I have the best of both worlds – The Science Behind Our Need for Variety

Since the stay-at-home orders in California I spend 4 days a week helping one of my daughters, who is working from home. I watch over my granddaughter’s schoolwork, cook, do laundry, walk their dog and garden. My granddaughter is restricted in TV and internet time so we spend time crafting, hiking and “playing”. No two days are the same. Then I’m back to my own house for a 3 day week-end.  I tell my friends I have the best of both worlds right now – 4 days interacting with people I love and 3 days of solitude.

I’m aware how fortunate I am. During this pandemic there are hundreds of thousands of people my age who are sheltering in place, many alone.
Being cooped up can make everyone a little stir crazy and add feeling out-of-control during a quarantine.  There is research that suggests . . .

” . . . people feel happier when they have more variety in their daily routines—when they go to novel places and have a wider array of experiences,” 

“The opposite is also likely true: Positive feelings may drive people to seek out these rewarding experiences more frequently.”

Some people’s brains respond more positively to getting off the beaten track.

Recently published brain imaging research* (conducted before the pandemic) suggests that the monotony created by a homogeneous daily routine that lacks new and diverse experiences may be harder for people who have more robust functional connectivity between their hippocampus and striatum. 

Is diversity in humans’ daily experiences associated with more positive emotional states?

To answer this question, researchers used GPS trackers to follow the daily movements of study participants in New York and Miami for a few months. The researches asked subjects to send text messages reporting on their positive or negative emotional states as they went about their day and moved from place to place or stayed in the same location.

At another phase of the study, participants had MRI scans to document functional connectivity between different brain regions.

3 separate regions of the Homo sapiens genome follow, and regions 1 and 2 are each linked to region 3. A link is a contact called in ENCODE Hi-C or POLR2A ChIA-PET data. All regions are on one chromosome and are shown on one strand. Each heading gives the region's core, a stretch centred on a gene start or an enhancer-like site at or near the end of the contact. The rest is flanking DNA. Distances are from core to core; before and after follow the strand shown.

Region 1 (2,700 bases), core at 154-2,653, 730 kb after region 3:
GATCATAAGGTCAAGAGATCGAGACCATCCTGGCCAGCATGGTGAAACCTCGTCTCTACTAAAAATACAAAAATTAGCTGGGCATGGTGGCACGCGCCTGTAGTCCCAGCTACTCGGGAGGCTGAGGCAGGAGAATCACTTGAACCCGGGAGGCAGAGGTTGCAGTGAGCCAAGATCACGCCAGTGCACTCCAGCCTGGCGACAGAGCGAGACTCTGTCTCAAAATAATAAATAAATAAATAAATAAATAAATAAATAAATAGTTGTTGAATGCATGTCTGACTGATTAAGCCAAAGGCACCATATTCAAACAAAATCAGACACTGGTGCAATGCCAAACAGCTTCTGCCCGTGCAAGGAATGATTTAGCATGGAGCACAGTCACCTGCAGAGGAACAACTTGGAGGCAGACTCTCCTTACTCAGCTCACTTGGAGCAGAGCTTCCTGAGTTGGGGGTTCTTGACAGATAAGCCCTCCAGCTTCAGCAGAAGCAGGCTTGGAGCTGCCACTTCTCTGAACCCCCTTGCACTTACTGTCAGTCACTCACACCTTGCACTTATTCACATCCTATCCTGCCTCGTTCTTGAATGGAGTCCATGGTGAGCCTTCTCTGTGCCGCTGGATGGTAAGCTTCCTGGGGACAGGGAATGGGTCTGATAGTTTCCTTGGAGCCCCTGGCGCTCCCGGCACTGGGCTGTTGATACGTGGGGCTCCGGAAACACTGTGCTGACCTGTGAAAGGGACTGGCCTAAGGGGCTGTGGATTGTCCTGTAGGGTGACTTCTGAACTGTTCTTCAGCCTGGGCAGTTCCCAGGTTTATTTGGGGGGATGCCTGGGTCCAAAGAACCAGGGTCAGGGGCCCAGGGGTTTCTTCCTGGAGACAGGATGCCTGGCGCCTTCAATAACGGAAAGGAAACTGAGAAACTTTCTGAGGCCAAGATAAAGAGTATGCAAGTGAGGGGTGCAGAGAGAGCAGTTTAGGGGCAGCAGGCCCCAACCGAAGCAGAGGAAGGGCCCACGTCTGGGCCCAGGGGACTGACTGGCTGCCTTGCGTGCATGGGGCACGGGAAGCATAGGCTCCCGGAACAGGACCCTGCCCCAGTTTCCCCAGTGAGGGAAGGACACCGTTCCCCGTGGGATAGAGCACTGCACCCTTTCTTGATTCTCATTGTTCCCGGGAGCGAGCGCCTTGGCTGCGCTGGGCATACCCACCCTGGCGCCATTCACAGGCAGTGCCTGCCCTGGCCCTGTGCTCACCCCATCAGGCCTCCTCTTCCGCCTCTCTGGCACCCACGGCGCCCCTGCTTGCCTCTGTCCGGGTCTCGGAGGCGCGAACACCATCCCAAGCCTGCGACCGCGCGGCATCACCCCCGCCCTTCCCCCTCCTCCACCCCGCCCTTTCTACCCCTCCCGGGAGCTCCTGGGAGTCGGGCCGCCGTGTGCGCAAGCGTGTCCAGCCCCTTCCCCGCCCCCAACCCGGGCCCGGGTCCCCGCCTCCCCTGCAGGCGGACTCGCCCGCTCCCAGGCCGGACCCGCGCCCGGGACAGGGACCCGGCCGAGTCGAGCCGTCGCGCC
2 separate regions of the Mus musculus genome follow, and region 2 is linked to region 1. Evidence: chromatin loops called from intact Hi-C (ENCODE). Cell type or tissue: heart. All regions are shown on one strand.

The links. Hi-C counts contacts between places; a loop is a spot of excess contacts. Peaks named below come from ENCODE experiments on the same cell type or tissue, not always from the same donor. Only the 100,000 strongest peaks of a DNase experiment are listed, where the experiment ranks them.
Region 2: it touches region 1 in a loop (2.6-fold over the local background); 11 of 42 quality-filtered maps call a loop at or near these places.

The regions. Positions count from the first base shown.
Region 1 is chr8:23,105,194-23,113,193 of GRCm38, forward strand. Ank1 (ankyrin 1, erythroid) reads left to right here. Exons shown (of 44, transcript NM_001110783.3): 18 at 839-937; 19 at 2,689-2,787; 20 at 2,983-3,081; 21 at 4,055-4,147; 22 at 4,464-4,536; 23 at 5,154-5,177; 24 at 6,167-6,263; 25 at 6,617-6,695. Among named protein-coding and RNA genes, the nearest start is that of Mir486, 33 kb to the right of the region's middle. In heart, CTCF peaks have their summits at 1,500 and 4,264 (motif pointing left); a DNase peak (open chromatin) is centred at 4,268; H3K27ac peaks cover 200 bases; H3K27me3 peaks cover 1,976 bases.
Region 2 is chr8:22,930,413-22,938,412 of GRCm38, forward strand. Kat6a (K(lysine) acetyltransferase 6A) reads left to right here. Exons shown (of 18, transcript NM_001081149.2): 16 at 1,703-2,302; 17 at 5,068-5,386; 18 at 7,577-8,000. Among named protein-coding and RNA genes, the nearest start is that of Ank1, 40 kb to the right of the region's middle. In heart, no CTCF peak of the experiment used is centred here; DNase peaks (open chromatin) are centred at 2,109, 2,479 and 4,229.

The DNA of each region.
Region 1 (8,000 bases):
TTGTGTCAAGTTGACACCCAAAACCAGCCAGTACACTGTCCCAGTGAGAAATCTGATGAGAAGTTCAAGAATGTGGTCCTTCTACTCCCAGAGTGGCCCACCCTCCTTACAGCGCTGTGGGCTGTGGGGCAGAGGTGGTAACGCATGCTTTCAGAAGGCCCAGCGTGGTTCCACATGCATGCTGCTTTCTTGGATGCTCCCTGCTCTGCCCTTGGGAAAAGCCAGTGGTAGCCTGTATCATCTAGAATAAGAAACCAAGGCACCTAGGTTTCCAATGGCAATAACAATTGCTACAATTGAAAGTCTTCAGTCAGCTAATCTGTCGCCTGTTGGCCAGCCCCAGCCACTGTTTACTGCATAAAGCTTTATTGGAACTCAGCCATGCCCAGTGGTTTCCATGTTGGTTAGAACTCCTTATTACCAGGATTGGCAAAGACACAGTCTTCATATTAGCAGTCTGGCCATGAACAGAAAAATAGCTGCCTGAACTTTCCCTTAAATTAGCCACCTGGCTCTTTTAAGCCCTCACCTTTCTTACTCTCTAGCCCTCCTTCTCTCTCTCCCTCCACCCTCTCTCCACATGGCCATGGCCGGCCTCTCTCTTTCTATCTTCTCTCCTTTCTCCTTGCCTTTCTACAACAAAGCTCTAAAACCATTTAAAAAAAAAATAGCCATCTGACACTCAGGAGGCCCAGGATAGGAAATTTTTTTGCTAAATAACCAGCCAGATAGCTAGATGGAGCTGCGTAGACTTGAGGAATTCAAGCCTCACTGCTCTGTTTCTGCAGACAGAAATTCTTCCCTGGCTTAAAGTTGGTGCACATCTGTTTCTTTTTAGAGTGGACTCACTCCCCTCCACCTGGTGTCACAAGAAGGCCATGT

Study participants with more robust hippocampal-striatal functional connectivity tended to report having a stronger emotional response to getting off the beaten track.

On days when people with this brain signature experienced more variety in their physical surroundings and were able to spend time in different geographical locations, they were more likely to report feeling “happy,” “excited,” “strong,” and “relaxed” or “attentive.”

“These results suggest a reciprocal link between the novel and diverse experiences we have during our daily exploration of our physical environments and our subjective sense of well-being.” 

Regardless of how much happiness or dysphoria someone feels being under lockdown, in the short-term public health experts agree that stay-at-home guidelines and social distancing are in everyone’s long-term interest. There are small things you have control over and can do.

We’ve posted some practical advice for those of us who are still sheltering in place and only leave home for essentials.  Even small changes that introduce greater variability into your physical or mental routine are beneficial—such as:

  • Exercising at home
  • Going on a walk around the block
  • Taking a different route to the grocery store or pharmacy
  • Reading about diverse locations and situations
  • Watching travel shows
  • Taking up a hobby

Does the daily grind of COVID stay-at-home orders make you feel every day is a carbon copy of the day before?





*This peer-reviewed paper (Heller et al., 2020) was published on May 18 in the journal Nature Neuroscience. 

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